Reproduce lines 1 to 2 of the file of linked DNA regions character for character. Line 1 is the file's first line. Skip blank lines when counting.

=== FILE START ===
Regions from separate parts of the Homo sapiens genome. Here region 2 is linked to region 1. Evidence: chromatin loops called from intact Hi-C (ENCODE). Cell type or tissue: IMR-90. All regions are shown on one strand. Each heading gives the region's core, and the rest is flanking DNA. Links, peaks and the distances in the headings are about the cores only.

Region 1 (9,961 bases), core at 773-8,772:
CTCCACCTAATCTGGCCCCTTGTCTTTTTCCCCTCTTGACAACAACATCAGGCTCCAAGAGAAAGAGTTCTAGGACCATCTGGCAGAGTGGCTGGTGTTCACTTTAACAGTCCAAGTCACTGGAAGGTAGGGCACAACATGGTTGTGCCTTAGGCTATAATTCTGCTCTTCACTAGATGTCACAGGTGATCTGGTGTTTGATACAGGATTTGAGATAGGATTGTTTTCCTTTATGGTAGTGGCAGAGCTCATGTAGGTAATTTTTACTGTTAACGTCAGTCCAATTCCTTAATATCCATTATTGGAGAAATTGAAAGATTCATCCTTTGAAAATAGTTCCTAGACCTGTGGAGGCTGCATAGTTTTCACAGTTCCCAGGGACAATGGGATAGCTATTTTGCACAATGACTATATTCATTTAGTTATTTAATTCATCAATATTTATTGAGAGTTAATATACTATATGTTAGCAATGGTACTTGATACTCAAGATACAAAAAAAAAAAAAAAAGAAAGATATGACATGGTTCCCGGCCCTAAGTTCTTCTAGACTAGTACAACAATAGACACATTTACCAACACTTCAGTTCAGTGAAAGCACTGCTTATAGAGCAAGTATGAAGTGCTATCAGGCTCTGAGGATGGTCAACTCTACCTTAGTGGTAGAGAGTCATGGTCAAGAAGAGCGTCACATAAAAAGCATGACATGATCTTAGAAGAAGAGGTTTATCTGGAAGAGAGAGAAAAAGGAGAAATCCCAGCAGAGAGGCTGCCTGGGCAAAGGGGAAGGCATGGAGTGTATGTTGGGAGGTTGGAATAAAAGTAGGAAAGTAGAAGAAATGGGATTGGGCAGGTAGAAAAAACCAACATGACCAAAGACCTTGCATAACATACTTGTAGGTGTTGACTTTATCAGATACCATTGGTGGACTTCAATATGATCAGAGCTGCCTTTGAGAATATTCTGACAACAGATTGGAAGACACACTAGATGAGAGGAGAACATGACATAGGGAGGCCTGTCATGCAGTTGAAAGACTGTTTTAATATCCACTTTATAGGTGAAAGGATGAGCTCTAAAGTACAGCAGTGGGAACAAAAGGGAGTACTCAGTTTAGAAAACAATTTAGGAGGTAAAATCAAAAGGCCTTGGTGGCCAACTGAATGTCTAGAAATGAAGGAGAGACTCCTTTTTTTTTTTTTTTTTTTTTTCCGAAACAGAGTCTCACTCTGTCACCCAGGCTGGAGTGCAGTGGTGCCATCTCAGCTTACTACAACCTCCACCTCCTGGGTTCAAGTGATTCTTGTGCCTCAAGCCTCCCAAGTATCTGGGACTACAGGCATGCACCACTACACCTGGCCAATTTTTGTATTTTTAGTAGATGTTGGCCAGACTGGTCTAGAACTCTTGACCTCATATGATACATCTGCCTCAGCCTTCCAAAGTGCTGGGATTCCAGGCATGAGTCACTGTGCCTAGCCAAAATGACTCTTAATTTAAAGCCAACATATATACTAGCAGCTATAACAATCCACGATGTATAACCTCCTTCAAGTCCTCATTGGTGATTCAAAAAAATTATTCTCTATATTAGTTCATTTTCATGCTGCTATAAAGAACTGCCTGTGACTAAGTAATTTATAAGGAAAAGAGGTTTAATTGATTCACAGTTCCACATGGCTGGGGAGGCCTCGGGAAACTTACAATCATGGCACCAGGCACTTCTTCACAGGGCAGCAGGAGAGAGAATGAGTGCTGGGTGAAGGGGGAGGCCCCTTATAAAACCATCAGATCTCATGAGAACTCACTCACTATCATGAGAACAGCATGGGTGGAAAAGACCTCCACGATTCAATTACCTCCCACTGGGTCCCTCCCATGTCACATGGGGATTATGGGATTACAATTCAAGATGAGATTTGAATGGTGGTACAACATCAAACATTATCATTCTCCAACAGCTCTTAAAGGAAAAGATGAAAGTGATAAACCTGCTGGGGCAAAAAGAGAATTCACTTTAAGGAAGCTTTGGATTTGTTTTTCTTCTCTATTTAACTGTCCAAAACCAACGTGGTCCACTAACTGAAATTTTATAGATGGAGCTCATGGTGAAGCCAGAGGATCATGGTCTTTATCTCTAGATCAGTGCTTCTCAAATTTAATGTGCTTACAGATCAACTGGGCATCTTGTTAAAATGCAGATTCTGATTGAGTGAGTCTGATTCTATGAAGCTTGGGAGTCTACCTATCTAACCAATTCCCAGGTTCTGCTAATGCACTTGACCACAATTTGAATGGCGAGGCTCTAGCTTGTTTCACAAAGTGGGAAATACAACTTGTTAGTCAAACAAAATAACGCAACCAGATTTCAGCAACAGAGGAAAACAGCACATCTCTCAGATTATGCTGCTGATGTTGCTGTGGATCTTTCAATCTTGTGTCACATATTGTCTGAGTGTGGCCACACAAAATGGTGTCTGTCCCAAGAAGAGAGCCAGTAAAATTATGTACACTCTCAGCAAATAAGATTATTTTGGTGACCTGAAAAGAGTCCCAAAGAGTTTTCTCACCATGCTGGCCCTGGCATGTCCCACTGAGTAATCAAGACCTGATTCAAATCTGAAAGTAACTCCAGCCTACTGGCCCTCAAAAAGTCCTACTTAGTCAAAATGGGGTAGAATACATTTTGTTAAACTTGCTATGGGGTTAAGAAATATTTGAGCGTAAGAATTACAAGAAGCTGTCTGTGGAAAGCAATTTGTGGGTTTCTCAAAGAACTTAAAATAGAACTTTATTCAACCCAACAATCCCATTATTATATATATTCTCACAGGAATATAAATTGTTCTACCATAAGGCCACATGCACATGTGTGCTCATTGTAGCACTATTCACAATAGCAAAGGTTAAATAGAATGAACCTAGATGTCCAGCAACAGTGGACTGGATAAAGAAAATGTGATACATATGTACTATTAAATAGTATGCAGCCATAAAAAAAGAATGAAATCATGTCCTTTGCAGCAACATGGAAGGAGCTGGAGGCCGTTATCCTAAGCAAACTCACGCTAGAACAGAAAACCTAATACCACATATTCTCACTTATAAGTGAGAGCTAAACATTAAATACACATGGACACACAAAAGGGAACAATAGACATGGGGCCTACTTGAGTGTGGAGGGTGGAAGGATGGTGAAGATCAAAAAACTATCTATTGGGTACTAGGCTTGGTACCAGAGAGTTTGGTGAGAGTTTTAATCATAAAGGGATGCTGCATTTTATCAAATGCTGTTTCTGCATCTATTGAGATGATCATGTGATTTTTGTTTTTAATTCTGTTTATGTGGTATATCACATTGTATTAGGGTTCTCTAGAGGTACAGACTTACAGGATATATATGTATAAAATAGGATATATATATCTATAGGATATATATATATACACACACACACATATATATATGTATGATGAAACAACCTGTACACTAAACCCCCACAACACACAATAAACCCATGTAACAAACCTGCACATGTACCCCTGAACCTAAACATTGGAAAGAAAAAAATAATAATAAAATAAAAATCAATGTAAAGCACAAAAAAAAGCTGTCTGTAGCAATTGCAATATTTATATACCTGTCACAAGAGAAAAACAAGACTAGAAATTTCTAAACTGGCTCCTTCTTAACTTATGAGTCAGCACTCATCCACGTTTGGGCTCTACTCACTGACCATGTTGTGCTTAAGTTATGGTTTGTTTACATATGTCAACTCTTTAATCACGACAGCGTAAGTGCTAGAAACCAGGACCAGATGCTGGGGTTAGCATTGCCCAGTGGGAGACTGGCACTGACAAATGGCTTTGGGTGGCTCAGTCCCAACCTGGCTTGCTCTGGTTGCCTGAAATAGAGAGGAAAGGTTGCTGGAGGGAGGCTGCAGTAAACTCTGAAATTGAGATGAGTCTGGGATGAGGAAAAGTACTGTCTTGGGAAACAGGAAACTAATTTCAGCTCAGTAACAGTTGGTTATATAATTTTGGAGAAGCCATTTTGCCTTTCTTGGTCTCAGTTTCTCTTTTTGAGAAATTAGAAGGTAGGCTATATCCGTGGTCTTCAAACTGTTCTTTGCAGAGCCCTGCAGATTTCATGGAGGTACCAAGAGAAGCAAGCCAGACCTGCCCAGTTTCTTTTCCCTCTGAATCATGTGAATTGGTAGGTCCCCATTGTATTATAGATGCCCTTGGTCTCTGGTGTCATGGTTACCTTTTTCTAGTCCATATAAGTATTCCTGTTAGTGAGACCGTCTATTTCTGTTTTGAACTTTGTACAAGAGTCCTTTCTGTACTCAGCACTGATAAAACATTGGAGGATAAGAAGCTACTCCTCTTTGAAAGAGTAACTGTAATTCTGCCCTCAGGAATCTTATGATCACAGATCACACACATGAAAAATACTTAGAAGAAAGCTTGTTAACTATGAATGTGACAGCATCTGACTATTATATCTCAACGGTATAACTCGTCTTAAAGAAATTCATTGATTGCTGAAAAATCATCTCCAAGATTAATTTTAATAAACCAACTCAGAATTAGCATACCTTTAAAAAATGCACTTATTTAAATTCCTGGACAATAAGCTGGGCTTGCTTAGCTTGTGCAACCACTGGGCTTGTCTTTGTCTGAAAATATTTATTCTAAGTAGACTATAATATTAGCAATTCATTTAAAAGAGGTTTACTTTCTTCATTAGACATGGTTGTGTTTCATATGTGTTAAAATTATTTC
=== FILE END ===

Regions from separate parts of the Homo sapiens genome. Here region 2 is linked to region 1. Evidence: chromatin loops called from intact Hi-C (ENCODE). Cell type or tissue: IMR-90. All regions are shown on one strand. Each heading gives the region's core, and the rest is flanking DNA. Links, peaks and the distances in the headings are about the cores only.

Region 1 (9,961 bases), core at 773-8,772: